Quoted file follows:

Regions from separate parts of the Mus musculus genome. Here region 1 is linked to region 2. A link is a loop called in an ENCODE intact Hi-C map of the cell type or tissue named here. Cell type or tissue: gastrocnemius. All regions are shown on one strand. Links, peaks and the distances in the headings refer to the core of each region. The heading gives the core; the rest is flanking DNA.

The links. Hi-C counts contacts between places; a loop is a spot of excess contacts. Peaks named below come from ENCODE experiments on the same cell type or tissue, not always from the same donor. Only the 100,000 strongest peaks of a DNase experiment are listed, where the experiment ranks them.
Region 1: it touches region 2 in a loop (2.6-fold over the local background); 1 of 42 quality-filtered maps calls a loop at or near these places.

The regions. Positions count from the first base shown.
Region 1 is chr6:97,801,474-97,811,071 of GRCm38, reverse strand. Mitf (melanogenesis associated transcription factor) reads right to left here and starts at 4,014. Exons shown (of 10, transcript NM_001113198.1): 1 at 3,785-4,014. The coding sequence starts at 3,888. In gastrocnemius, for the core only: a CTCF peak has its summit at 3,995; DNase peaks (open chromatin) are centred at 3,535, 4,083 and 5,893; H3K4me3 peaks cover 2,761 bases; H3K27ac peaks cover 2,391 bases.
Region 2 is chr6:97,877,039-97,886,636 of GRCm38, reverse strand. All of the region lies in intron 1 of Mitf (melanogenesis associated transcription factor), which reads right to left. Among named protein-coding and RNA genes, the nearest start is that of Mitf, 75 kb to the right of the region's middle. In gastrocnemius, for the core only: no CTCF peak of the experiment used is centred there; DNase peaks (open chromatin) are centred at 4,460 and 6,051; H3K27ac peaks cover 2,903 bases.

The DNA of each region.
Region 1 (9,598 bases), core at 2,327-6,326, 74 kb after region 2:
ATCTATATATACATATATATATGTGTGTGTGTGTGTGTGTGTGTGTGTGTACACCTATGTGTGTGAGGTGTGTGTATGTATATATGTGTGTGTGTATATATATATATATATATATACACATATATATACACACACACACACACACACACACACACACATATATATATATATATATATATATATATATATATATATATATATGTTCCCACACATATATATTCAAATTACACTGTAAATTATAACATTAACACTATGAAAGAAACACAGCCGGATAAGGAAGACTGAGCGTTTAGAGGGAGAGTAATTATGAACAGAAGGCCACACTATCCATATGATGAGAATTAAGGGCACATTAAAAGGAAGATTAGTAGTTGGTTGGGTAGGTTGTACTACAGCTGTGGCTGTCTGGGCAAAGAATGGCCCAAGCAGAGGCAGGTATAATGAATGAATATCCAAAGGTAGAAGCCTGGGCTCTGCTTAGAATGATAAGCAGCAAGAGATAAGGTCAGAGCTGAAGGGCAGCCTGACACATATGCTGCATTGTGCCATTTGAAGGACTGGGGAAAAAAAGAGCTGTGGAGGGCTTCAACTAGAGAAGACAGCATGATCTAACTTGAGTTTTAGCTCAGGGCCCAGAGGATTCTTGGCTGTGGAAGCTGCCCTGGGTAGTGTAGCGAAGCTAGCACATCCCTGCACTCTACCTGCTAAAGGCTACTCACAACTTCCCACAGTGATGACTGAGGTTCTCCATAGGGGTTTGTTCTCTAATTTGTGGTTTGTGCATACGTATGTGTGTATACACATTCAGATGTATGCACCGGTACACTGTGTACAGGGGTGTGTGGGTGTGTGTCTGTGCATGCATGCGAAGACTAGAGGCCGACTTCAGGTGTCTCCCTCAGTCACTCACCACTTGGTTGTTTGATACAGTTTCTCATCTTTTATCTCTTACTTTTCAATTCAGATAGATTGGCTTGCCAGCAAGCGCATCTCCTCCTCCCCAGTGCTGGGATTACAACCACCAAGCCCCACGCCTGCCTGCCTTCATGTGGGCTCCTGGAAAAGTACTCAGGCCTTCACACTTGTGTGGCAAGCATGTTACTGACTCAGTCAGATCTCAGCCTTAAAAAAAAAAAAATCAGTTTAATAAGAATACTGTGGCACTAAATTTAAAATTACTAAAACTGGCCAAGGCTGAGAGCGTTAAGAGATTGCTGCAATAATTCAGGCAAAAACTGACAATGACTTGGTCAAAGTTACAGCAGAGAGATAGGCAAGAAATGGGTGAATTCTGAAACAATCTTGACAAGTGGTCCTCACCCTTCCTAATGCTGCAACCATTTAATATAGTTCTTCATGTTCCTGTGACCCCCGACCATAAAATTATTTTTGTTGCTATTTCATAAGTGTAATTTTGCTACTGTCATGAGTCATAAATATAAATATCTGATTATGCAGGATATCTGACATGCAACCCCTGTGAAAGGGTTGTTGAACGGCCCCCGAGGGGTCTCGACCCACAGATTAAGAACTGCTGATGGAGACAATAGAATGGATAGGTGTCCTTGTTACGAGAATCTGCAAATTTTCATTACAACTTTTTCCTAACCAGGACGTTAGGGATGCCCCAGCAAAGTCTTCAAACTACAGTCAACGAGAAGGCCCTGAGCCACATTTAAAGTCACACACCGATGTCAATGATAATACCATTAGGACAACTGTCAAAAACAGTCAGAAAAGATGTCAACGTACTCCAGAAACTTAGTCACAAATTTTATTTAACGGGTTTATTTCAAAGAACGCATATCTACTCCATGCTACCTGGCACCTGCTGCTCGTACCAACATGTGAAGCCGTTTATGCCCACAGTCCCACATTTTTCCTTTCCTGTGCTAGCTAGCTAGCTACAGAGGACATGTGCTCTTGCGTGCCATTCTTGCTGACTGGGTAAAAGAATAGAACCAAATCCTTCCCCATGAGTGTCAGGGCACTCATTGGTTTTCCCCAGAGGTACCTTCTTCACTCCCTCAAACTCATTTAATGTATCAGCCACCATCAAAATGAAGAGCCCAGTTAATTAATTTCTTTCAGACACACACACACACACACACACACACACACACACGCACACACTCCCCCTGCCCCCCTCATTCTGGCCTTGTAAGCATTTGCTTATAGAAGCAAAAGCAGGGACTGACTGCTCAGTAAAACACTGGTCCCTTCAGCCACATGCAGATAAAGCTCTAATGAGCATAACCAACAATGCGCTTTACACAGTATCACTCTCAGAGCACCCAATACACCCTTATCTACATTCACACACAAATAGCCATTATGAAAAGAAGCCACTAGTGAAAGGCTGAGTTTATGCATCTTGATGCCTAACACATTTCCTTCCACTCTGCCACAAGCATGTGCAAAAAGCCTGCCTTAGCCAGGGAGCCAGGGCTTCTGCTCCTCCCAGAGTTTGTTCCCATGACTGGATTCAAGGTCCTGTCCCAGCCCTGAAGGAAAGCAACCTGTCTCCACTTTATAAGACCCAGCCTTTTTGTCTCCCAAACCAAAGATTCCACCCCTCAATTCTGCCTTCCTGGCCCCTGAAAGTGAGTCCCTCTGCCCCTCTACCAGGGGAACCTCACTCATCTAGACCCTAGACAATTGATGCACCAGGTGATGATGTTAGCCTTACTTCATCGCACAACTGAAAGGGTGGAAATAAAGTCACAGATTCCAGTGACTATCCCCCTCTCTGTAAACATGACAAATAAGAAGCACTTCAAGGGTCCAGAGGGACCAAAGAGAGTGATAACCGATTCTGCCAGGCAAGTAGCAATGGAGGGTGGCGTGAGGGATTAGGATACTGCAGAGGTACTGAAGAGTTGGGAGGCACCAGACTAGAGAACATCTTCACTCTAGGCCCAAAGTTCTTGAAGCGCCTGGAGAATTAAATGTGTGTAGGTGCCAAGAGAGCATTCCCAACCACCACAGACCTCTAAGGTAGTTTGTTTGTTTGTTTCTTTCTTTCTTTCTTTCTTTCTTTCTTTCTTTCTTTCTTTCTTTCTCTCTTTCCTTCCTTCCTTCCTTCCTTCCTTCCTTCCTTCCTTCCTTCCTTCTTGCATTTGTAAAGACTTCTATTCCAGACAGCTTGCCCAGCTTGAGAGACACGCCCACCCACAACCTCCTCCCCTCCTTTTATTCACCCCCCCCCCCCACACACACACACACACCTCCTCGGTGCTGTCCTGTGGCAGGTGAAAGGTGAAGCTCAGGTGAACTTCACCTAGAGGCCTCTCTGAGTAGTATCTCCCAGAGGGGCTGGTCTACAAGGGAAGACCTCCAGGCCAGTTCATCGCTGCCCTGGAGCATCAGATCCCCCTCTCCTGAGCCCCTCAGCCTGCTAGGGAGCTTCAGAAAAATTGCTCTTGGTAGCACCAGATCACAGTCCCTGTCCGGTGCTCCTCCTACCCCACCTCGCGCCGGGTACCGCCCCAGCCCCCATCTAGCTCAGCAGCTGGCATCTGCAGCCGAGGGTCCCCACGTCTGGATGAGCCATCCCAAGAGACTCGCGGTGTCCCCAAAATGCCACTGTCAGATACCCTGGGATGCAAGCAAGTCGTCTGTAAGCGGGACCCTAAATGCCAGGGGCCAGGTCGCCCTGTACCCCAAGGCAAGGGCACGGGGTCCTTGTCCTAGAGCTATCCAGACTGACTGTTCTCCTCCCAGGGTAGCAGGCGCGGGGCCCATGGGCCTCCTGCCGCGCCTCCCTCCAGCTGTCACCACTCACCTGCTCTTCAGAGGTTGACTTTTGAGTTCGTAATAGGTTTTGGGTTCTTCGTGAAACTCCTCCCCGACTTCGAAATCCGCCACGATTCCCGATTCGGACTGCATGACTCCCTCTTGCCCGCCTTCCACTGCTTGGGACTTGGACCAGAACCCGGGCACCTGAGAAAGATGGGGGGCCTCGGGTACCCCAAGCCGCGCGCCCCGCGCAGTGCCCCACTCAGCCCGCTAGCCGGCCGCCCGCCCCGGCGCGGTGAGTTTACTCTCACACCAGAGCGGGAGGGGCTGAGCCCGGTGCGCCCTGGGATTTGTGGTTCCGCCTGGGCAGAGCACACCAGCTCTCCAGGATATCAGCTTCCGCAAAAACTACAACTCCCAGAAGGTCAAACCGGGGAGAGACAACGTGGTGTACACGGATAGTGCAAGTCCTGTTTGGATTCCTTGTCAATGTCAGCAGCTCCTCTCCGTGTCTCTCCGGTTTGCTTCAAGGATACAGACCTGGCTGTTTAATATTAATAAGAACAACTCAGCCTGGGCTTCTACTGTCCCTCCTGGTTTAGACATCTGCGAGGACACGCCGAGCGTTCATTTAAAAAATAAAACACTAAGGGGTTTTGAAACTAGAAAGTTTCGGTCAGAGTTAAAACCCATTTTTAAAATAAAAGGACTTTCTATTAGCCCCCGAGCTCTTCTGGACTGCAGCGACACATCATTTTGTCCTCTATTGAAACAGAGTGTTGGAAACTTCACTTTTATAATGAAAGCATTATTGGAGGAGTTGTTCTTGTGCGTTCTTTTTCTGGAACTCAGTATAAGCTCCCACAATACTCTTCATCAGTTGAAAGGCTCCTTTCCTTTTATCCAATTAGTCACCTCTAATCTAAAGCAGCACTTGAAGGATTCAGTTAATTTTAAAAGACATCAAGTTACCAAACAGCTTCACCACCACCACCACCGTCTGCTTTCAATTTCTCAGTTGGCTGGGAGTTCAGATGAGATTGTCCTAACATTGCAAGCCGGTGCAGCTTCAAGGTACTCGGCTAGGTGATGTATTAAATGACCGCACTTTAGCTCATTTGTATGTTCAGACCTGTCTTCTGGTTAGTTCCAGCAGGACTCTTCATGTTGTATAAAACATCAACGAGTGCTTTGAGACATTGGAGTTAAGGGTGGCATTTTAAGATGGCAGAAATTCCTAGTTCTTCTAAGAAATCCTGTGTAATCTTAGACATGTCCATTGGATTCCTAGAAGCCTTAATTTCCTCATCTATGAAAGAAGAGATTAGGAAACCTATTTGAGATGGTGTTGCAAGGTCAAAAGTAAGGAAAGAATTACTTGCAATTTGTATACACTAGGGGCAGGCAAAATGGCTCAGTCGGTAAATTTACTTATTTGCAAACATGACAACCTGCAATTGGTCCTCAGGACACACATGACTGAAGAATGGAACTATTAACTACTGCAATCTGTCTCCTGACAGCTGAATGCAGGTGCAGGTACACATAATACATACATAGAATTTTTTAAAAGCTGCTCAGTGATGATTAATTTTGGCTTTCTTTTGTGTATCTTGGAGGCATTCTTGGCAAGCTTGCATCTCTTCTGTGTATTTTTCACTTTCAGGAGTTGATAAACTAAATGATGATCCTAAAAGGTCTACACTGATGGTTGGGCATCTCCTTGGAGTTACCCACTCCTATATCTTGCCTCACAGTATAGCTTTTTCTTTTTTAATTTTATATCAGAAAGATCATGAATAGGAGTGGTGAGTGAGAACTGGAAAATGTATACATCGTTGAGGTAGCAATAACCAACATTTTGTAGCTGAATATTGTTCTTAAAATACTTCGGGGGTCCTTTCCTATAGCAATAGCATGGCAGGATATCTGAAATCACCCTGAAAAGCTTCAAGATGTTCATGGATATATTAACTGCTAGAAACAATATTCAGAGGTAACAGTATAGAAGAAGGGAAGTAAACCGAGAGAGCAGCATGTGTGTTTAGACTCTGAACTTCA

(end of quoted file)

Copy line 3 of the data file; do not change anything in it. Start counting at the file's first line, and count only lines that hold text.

Region 1: it touches region 2 in a loop (2.6-fold over the local background); 1 of 42 quality-filtered maps calls a loop at or near these places.